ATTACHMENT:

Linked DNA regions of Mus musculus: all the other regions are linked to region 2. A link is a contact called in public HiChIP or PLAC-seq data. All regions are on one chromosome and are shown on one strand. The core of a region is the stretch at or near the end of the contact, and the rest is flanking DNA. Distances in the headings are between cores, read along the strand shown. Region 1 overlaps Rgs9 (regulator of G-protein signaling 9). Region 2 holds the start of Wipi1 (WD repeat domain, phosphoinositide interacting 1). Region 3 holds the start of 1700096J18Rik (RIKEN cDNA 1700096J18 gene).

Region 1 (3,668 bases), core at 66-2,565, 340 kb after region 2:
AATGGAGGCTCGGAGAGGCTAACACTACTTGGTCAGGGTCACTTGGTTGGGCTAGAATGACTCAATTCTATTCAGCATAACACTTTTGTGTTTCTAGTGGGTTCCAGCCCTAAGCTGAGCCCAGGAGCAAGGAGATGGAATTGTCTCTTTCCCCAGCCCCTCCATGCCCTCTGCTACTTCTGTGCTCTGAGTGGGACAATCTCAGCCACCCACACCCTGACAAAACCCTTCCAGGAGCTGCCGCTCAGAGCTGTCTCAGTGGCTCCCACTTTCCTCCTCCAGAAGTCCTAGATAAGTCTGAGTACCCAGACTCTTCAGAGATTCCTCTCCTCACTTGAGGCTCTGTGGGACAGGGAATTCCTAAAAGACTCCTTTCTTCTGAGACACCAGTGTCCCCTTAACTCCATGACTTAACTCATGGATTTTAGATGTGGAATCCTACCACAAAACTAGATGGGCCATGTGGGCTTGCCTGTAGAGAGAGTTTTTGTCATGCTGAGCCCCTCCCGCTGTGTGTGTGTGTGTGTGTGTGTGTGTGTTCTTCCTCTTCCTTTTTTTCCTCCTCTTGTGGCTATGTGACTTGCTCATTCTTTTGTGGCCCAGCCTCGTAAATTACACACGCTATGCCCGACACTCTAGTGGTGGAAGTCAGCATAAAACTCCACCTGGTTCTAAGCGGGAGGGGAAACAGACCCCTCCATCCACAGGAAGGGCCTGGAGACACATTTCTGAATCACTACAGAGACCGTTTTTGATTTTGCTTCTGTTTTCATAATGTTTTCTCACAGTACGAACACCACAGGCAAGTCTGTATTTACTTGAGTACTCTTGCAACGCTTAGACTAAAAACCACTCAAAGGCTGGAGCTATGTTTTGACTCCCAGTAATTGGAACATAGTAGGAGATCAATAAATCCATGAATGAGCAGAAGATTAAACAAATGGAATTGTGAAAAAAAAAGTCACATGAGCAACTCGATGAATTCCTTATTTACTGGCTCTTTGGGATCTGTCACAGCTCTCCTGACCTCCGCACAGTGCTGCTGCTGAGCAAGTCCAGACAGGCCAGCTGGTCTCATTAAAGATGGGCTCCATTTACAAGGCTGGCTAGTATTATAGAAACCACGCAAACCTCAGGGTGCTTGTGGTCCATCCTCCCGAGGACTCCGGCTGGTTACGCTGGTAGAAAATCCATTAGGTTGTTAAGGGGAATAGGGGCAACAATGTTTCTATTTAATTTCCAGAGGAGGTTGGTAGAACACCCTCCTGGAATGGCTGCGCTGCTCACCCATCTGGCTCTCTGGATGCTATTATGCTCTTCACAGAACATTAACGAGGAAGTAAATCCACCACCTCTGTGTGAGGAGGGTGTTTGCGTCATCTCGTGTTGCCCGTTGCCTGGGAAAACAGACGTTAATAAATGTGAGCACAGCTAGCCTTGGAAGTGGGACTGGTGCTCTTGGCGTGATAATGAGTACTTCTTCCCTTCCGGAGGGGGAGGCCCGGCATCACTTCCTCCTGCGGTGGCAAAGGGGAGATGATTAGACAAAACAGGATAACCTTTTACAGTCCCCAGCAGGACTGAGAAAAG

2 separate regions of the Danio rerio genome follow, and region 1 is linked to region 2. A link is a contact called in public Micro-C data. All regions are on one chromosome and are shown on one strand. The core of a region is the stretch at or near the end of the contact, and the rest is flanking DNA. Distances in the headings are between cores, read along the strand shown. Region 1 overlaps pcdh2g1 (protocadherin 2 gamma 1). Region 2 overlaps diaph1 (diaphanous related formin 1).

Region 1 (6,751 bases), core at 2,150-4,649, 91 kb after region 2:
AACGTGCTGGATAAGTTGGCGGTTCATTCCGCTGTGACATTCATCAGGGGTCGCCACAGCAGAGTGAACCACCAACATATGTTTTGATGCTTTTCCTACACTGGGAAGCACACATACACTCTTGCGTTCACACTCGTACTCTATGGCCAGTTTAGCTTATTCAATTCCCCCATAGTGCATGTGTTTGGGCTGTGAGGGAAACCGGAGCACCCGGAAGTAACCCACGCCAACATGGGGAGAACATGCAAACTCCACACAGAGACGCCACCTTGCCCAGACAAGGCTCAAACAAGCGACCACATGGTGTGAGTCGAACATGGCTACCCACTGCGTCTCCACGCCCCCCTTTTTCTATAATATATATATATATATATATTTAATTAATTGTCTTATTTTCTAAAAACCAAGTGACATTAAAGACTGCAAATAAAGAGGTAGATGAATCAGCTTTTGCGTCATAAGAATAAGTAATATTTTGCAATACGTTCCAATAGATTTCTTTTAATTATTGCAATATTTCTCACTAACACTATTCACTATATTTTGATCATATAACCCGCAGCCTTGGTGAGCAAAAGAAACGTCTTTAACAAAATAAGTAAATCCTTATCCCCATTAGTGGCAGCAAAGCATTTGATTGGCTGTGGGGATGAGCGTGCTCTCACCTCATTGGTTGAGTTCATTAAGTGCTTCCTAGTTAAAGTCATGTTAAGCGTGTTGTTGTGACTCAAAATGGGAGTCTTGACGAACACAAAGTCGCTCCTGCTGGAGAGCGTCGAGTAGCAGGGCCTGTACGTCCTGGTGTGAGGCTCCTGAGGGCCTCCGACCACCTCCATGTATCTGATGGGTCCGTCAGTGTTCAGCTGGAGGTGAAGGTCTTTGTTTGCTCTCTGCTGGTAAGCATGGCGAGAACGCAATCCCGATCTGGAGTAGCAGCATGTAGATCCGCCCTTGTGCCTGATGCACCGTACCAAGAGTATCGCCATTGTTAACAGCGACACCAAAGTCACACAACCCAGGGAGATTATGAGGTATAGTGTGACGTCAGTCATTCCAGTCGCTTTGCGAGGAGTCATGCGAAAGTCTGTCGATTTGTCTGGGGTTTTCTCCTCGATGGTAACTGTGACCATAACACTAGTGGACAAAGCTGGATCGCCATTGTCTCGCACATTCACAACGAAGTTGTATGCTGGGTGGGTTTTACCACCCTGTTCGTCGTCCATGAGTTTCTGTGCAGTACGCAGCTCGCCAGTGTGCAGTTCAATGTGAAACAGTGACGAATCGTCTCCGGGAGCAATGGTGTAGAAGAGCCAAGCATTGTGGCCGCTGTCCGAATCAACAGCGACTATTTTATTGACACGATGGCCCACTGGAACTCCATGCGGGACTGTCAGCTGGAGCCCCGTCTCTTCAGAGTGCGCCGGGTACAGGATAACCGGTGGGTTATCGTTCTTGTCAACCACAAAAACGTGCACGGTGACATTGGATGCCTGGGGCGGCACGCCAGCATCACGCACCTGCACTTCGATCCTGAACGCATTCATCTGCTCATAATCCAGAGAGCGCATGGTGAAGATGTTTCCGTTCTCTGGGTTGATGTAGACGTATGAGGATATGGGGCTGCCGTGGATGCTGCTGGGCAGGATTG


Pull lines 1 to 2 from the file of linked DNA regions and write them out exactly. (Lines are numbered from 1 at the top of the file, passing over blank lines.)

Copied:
Linked DNA regions of Mus musculus: all the other regions are linked to region 2. A link is a contact called in public HiChIP or PLAC-seq data. All regions are on one chromosome and are shown on one strand. The core of a region is the stretch at or near the end of the contact, and the rest is flanking DNA. Distances in the headings are between cores, read along the strand shown. Region 1 overlaps Rgs9 (regulator of G-protein signaling 9). Region 2 holds the start of Wipi1 (WD repeat domain, phosphoinositide interacting 1). Region 3 holds the start of 1700096J18Rik (RIKEN cDNA 1700096J18 gene).

Region 1 (3,668 bases), core at 66-2,565, 340 kb after region 2: